Interview in the Consulate.
Recently I was approached by a woman who was to be interviewed at the US Consulate. About three years ago, she married an American who worked in Russia. Then he left and began to draw up a green card for her. However, the registration lasted quite a long time, and while it was going on, the spouses began to have conflicts.
In the end, a couple of weeks before the interview, her husband said in a telephone conversation that he wants to withdraw his petition and get a divorce. A few days later he changed his mind and said that he wants his wife to go to the interview, & laquo; and then we’ll see & raquo ;.
Advising the client, I stressed that in any case I do not advise lying to the US immigration authorities. However, with regard to intentions, the last thing she heard from her husband is the intention to remain married. Her intentions, as far as I understand, are the same.
Therefore, if she does not go into details of the quarrels that occur between any spouses, but simply say that she wants to come to America to her husband, and he wants it, too, & ndash; it will be pure truth. And the intentions of a potential immigrant during the interview & ndash; this is basic. Life is life, and later intentions can change. The main thing is that at the time of the interview, she does not lie.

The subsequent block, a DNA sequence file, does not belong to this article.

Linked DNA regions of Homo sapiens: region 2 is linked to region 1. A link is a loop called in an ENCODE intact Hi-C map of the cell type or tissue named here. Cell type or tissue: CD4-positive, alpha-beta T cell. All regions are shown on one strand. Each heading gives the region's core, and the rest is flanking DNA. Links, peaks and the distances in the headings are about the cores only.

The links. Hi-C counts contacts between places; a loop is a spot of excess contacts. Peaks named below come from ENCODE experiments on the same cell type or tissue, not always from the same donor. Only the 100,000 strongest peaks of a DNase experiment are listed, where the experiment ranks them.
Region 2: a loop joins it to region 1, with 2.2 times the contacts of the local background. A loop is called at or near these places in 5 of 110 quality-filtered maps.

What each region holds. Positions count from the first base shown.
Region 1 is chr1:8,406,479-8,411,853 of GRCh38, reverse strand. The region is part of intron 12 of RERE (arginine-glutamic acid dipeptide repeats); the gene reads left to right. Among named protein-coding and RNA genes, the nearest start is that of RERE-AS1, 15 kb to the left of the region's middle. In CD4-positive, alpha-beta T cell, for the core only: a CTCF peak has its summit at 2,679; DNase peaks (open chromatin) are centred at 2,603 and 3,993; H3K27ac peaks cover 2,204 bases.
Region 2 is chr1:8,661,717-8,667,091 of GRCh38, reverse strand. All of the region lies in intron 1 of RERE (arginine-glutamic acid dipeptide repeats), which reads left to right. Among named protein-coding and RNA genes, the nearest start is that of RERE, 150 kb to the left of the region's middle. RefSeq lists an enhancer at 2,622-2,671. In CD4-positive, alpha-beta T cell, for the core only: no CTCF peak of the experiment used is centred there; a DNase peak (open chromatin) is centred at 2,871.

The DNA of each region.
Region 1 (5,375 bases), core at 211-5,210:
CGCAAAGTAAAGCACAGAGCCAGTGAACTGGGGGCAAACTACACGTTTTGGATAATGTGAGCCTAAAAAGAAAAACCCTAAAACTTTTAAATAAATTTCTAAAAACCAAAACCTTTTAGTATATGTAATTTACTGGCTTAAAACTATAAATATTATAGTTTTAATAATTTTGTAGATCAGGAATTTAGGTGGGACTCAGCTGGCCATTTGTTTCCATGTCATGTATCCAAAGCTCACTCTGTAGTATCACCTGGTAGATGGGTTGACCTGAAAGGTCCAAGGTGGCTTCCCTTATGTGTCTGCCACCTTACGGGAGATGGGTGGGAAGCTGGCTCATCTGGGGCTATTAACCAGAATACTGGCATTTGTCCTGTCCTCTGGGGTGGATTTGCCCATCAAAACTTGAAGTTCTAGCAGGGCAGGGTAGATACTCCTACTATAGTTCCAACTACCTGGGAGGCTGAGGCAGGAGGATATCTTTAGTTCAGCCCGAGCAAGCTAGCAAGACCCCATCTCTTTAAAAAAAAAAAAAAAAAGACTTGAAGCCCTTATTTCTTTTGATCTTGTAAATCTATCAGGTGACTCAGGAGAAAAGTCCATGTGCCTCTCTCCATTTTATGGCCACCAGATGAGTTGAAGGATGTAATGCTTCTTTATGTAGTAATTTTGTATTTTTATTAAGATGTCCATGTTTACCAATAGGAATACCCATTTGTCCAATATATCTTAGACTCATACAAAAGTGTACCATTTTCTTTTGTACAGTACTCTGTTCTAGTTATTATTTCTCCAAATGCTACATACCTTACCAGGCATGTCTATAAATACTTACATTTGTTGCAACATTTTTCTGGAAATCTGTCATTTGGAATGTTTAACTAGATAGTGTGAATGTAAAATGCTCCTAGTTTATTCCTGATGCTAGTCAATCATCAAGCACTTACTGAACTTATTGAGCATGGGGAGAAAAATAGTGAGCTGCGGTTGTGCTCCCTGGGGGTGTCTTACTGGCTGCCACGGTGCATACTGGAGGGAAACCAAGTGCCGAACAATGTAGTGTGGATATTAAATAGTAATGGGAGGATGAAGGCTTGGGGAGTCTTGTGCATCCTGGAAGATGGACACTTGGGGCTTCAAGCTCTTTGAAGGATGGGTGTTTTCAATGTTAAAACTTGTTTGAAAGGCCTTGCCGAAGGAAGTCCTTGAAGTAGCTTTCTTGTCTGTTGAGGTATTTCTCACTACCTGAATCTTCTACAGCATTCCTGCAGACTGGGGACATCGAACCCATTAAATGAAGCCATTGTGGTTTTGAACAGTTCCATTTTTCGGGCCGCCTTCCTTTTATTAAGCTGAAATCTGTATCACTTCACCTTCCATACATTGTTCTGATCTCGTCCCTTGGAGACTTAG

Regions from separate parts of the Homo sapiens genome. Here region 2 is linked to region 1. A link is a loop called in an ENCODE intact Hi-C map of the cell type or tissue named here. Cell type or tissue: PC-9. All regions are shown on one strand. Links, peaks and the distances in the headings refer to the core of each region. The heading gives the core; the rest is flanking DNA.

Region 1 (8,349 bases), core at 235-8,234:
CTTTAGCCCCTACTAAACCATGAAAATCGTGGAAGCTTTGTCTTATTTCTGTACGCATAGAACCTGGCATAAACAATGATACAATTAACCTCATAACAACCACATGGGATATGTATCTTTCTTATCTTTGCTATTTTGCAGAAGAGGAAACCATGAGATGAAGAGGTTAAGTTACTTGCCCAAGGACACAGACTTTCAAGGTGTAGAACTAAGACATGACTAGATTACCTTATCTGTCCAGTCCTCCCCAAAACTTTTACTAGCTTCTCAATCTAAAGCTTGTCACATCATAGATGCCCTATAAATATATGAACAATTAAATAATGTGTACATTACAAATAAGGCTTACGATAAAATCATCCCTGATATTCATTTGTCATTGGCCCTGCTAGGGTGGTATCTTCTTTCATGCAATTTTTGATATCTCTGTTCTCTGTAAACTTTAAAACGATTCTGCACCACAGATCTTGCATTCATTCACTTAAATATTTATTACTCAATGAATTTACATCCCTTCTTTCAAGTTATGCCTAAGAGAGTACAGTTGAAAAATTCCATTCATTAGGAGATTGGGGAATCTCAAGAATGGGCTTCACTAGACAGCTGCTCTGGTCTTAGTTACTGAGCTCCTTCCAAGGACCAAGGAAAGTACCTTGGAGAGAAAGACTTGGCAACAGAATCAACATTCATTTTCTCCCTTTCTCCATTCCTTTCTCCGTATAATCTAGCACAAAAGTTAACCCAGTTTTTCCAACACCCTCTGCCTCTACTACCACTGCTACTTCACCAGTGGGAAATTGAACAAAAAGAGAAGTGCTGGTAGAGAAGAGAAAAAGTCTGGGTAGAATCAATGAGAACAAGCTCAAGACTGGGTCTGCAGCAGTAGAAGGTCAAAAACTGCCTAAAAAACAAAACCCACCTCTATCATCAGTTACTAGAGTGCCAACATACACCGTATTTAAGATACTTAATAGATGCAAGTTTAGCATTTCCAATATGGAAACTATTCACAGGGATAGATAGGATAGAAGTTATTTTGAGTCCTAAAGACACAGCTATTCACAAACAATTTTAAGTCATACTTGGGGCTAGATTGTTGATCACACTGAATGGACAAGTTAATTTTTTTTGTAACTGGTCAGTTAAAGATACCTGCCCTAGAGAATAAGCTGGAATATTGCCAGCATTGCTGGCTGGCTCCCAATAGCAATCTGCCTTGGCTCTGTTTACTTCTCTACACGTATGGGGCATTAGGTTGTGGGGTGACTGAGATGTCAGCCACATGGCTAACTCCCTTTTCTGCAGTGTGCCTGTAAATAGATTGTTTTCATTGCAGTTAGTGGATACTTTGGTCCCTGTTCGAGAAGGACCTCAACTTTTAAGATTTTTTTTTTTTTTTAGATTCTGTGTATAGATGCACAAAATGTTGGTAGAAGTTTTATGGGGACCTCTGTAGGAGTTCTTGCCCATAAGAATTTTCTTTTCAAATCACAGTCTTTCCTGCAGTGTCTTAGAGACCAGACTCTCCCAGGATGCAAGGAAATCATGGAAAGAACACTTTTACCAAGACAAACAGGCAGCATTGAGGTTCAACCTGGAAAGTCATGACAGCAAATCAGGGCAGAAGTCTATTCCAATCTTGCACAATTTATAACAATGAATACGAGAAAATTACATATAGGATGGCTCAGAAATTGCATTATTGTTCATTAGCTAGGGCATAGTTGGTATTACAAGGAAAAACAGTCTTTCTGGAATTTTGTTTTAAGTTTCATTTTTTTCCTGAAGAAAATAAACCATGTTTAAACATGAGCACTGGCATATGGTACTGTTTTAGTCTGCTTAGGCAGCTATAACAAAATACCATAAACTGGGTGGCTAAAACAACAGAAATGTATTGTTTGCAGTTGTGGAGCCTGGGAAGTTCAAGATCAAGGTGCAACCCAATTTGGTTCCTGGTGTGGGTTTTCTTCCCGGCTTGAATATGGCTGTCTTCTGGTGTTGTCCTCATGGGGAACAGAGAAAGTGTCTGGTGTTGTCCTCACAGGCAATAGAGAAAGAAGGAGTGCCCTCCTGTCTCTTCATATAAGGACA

In this regard, we recall the famous precedent among American immigration lawyers, illustrating this thesis.
And then in an interview with the US Immigration Service, a touched husband, showing family photos to an employee of the SHI, told him the entire story.
As a result our hero did not become a citizen, he lost his green card and was deported. Because, according to his own admission, at the time of the marriage, his intention was to enter into a fictitious marriage, i.e. to deceive the immigration authorities in order to obtain a green card. In general, I repeat: intentions & ndash; that’s the main thing from the point of view of immigration legislation.
If the immigration petition is filed by an American spouse in favor of a foreign spouse, the US State Department recommends bringing the following types of evidence for the validity of the marriage for an interview:
documents evidencing joint responsibilities for the ownership or lease of real estate, as well as for the costs of maintaining the family; documents evidencing the joint financial obligations of the spouses; documents evidencing the joint ownership of any property; telephone bills, photographs and correspondence between spouses; correspondence between spouses and other family members; testimonies of people who know a married couple; tax returns filed jointly.
However, if you doubt that you will pass this procedure quickly and without problems, I recommend that you seek advice from an experienced US attorney.
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Interview in the Consulate.